Fairness – The ability of AI models to report and mitigate discrimination and bias. Depending on the application of the AI model, the appropriate bias metrics should be reported. For example, for hiring, a false-positive (someone unfit for the job is employed) is less harmful than a false negative (someone fit for the job is denied). Further, bias mitigation algorithms can be applied to improve the fairness metrics by modifying the training data, the learning algorithm, the predictions, the optimisation or the making decision models.

Transparency – The ability of the model to be transparent on training data, accuracy and performance, bias and fairness metrics so that users can understand how AI was trained and deployed.

AI use cases with ethical consideration for the mining industry

In this section, three use case details are presented with ethical consideration for AI in the areas of energy, maintenance and safety.

It is important to understand that AI is not about replacing people, but reskilling people and deployment of AI applications will improve the quality of work at a mine and reduce the human failures, hazards at the site.

Use Case 1: AI application for energy efficiency – ethics in reducing fuel consumption (consideration – operator demographics)

Fuel is an important cost contributor for haul trucks in surface mining. Multiple parameters affect fuel consumption like the type of truck, payload, distance, hours, weather and operator behaviour (includes speed, manoeuvring, acceleration and braking).

AI techniques like Artificial Neural Networks (ANNs) are generally applied to data to understand the top factors influencing fuel consumption and recommend changes to controllable factors, thereby reducing fuel consumption per tonne of ore mined by using a genetic algorithm (GA) in the optimisation phase of the project.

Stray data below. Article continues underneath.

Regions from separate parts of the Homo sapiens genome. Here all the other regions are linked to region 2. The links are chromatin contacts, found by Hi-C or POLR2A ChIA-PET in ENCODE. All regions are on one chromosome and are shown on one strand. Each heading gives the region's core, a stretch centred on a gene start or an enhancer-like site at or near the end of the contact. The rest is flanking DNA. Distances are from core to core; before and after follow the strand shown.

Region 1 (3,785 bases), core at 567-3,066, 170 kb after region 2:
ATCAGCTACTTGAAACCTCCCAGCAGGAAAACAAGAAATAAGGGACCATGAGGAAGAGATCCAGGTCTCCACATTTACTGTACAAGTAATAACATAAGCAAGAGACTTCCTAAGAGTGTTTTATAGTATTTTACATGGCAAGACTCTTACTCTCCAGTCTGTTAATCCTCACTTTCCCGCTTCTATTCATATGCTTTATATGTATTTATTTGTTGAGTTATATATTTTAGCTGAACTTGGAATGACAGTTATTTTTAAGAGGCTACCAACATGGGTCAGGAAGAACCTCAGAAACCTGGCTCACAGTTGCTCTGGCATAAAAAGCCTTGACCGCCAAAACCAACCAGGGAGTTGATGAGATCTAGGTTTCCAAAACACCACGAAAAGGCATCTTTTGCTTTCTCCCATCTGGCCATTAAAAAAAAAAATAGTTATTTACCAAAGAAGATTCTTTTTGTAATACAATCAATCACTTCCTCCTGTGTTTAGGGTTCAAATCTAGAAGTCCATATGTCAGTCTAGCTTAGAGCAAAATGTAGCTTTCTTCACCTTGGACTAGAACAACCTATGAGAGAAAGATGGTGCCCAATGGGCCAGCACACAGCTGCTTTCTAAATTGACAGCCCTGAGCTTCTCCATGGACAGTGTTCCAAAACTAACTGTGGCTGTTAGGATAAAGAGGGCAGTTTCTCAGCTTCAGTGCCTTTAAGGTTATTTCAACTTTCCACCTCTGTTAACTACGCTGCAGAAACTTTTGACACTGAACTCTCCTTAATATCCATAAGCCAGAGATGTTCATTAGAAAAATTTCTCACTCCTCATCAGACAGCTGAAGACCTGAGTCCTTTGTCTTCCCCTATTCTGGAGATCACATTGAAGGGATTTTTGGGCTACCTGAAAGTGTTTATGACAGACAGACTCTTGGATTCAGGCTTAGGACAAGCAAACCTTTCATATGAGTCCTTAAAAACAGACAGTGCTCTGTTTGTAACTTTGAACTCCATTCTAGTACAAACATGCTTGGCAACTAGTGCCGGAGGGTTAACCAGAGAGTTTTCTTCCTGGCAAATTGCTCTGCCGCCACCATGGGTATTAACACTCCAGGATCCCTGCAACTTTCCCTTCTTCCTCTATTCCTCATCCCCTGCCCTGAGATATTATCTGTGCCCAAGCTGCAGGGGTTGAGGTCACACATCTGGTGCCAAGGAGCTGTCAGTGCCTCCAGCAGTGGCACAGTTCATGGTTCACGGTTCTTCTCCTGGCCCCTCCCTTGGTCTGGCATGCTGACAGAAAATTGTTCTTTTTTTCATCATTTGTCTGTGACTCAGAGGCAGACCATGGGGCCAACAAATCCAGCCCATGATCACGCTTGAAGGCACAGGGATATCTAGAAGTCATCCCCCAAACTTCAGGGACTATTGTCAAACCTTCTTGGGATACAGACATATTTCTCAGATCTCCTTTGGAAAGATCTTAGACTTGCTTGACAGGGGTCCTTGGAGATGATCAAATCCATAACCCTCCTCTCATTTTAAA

One of the predictors for haul truck fuel consumption is the operator (driver) behaviour. If demographic data points of a driver are included as attributes or features, then the AI model will identify patterns in demographic data that influence operator behaviour.

Depending on the training data set, for example, country, mine site, or number of operators, this analysis may have bias and may not hold true for the general case. Maybe the model can get biased to predict low fuel consumption for older male workers based on one mine site operation.

In such applications, it is recommended not to include demographic data in the analysis and rely solely on the unique mine equipment operator identifier. Unless essential, if the use of demographic data is needed, de-biasing techniques like reweighing, adversarial de-biasing should be applied with visibility on fairness metrics like statistical parity difference, Thiel index, and more should be enforced.

Ideally, the business objective of the AI model should be finetuned to provide guidelines to an operator to influence their behaviour – like speed, acceleration, etc, and provide a mechanism to monitor for deviations in operator actions to AI recommendations.

Use case 2: AI application in maintenance – Ethics in predictive maintenance (consideration – operator shift logs / NLP)

Equipment downtime significantly affects the productivity and safety of mining operations. The main goal of predictive maintenance is to shift the unplanned breakdowns to planned maintenance activities, increase the equipment lifetime, optimise maintenance schedules and ensure safe operations.

AI techniques in machine learning like cox regression, logistic regression, gradient boosting, neural nets are applied to predict the remaining useful life (RUL) and predict the health score of equipment using historical maintenance data.